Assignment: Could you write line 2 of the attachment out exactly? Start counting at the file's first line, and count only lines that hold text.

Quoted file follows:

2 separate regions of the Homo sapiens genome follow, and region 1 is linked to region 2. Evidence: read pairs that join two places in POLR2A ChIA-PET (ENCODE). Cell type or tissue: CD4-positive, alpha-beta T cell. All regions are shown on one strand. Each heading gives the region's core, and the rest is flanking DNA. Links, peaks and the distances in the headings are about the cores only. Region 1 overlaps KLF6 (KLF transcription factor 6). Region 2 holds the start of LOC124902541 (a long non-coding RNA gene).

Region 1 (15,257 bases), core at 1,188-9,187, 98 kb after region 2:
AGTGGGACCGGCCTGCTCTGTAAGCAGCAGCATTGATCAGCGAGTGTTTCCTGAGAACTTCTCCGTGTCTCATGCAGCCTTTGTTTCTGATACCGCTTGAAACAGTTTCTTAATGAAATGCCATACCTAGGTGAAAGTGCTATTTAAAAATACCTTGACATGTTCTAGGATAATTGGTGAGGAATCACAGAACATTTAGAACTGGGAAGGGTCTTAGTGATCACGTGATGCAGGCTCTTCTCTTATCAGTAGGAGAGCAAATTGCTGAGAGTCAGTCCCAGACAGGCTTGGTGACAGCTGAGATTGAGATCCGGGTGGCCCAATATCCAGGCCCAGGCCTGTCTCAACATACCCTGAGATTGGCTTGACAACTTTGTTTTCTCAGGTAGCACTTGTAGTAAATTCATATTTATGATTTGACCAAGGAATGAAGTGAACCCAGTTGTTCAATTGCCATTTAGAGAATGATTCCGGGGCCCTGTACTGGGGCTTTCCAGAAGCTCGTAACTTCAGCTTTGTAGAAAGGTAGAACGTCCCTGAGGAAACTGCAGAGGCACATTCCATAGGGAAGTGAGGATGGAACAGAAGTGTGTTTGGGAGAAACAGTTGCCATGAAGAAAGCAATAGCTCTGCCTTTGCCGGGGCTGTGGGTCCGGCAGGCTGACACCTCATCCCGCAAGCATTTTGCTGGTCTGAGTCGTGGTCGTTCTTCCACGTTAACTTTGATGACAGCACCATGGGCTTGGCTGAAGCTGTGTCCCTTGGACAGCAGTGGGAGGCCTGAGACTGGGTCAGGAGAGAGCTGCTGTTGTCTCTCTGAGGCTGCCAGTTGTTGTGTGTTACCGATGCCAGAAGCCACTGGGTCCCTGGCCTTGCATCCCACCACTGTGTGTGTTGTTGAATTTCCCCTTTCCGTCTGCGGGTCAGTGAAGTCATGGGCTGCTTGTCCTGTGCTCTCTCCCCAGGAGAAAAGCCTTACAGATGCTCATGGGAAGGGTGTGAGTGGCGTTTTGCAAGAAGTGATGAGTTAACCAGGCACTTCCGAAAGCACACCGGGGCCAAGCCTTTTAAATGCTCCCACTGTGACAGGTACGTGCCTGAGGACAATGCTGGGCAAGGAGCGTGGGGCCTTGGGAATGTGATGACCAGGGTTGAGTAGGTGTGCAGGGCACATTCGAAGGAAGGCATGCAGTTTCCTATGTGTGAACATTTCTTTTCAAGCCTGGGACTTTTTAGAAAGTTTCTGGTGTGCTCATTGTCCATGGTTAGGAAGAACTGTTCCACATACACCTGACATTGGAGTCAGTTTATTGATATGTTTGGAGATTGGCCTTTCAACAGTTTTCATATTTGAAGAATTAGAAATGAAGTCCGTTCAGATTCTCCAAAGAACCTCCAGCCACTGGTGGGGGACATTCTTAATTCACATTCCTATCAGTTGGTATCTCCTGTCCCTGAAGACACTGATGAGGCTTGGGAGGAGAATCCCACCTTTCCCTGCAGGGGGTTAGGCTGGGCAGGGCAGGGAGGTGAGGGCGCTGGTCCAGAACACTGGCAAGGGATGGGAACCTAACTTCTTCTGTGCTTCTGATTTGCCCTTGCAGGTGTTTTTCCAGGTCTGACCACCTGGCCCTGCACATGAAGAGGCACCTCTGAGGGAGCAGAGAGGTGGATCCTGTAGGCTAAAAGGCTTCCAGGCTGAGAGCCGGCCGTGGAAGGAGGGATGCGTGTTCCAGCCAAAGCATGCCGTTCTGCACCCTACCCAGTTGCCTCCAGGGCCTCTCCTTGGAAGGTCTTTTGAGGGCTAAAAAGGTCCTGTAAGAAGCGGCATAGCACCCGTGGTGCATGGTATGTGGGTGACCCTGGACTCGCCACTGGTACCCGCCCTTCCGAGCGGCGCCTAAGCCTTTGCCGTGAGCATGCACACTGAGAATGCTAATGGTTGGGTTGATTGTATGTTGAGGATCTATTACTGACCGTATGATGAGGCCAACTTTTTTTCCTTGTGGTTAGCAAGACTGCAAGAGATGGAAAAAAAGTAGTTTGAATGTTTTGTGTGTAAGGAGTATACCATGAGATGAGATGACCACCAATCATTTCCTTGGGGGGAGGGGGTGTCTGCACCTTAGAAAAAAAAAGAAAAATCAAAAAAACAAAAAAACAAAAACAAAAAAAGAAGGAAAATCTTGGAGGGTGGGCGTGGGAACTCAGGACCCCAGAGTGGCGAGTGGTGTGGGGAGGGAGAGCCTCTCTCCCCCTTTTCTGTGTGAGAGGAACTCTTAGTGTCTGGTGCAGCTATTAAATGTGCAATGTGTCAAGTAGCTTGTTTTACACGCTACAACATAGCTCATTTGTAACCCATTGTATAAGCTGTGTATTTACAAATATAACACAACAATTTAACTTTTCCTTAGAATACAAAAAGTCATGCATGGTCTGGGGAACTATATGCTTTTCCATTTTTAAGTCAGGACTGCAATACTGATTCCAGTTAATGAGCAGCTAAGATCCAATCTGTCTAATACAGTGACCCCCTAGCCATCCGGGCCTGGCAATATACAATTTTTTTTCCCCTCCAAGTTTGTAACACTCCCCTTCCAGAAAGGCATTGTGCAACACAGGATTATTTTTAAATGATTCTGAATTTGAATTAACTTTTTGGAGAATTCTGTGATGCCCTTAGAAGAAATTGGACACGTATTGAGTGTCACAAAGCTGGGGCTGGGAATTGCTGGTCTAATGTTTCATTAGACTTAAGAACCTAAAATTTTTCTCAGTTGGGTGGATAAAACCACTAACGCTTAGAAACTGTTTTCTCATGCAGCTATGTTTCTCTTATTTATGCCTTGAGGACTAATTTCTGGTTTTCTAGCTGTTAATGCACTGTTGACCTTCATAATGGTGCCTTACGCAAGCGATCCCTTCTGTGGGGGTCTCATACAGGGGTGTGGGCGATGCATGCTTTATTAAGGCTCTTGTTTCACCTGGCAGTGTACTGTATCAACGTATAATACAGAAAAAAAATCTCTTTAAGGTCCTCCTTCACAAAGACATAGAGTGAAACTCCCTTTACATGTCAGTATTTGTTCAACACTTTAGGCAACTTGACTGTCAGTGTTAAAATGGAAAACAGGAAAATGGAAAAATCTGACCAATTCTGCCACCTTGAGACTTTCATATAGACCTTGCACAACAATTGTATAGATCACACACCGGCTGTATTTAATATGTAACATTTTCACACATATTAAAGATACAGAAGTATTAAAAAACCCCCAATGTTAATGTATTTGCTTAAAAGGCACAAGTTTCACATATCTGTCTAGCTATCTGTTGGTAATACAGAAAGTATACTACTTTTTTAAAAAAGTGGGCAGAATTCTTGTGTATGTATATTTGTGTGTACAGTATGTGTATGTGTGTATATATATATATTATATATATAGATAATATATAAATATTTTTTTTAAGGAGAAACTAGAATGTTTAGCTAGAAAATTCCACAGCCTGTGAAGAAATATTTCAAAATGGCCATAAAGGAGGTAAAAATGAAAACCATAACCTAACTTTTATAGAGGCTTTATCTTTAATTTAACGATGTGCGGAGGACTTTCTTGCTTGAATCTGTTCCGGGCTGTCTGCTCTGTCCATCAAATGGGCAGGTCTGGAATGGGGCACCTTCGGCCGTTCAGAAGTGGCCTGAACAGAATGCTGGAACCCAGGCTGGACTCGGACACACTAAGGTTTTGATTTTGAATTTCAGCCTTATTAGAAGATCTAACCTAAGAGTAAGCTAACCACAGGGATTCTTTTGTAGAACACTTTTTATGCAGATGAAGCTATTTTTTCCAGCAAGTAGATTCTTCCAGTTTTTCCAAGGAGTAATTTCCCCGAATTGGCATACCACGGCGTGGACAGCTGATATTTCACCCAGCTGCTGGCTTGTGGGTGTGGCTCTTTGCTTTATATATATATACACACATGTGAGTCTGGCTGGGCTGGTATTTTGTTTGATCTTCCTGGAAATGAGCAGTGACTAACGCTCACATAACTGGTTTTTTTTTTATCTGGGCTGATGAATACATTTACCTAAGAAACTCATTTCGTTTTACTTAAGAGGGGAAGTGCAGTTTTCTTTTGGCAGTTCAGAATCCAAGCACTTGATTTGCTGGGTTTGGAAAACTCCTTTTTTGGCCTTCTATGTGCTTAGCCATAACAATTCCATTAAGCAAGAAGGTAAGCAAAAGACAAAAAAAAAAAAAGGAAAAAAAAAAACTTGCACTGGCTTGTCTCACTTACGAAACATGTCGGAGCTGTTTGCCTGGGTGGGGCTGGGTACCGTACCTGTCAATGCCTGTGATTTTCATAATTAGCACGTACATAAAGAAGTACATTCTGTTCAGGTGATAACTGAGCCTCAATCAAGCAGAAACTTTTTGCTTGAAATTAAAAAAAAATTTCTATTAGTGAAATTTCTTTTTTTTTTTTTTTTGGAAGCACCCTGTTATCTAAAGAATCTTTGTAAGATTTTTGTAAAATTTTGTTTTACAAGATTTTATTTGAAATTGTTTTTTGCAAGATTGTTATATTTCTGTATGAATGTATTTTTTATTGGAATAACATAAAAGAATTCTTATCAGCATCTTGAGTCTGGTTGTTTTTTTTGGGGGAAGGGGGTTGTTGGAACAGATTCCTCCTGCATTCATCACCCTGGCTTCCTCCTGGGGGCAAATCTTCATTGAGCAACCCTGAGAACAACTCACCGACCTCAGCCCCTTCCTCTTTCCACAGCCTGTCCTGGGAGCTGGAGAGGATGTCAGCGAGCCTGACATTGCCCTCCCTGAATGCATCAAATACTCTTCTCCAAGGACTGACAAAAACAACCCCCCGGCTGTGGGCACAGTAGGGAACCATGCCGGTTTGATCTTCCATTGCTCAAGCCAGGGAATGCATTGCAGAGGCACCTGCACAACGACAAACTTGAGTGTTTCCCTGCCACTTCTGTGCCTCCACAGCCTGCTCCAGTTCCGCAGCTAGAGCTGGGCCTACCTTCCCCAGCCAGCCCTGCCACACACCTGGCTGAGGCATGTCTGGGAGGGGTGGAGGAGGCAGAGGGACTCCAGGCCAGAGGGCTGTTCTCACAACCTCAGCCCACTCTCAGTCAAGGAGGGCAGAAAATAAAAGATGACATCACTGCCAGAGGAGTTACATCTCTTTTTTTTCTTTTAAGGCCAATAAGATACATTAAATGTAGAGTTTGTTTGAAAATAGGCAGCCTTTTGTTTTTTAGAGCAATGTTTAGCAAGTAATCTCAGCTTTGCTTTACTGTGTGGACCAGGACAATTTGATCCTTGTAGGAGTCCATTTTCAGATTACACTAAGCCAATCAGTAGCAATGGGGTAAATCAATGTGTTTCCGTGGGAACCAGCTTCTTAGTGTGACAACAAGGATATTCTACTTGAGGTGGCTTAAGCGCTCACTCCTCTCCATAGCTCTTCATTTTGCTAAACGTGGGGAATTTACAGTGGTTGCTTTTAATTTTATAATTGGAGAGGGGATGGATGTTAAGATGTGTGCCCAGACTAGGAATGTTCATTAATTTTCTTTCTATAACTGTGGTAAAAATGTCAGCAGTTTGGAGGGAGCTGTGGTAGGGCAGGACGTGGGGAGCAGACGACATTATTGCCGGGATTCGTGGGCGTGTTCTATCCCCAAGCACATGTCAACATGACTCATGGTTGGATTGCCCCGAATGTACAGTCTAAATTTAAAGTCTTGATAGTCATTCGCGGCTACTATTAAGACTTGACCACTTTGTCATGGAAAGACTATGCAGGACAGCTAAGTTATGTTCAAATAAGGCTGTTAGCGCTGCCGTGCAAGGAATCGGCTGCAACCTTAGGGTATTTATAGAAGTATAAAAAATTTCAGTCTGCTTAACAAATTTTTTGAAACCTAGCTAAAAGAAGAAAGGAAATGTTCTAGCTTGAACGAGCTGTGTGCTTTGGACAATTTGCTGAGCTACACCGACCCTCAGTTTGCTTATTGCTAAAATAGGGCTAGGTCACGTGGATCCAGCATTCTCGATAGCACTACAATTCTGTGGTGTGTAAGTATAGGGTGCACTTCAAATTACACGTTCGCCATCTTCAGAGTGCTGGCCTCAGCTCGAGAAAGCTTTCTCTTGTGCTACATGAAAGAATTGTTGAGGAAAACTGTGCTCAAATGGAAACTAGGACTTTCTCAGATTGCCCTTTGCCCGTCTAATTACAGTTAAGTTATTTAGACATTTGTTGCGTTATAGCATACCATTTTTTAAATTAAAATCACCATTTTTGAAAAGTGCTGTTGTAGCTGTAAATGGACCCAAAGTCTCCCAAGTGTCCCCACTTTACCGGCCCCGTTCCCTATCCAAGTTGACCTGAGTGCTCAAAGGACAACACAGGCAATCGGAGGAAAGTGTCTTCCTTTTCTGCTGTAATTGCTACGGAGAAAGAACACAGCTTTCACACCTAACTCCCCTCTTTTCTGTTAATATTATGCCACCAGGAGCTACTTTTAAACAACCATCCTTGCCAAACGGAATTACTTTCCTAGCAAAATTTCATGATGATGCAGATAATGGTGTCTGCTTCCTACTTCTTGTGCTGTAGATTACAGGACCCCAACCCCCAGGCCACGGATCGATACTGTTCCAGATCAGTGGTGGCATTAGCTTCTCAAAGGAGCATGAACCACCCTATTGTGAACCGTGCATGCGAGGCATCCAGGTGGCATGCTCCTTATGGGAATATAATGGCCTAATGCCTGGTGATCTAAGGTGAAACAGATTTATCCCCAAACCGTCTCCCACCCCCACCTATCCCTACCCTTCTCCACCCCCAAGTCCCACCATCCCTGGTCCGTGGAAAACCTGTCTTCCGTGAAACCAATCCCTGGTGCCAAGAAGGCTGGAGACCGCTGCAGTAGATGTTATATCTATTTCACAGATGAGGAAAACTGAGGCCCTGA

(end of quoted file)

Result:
Region 1 (15,257 bases), core at 1,188-9,187, 98 kb after region 2: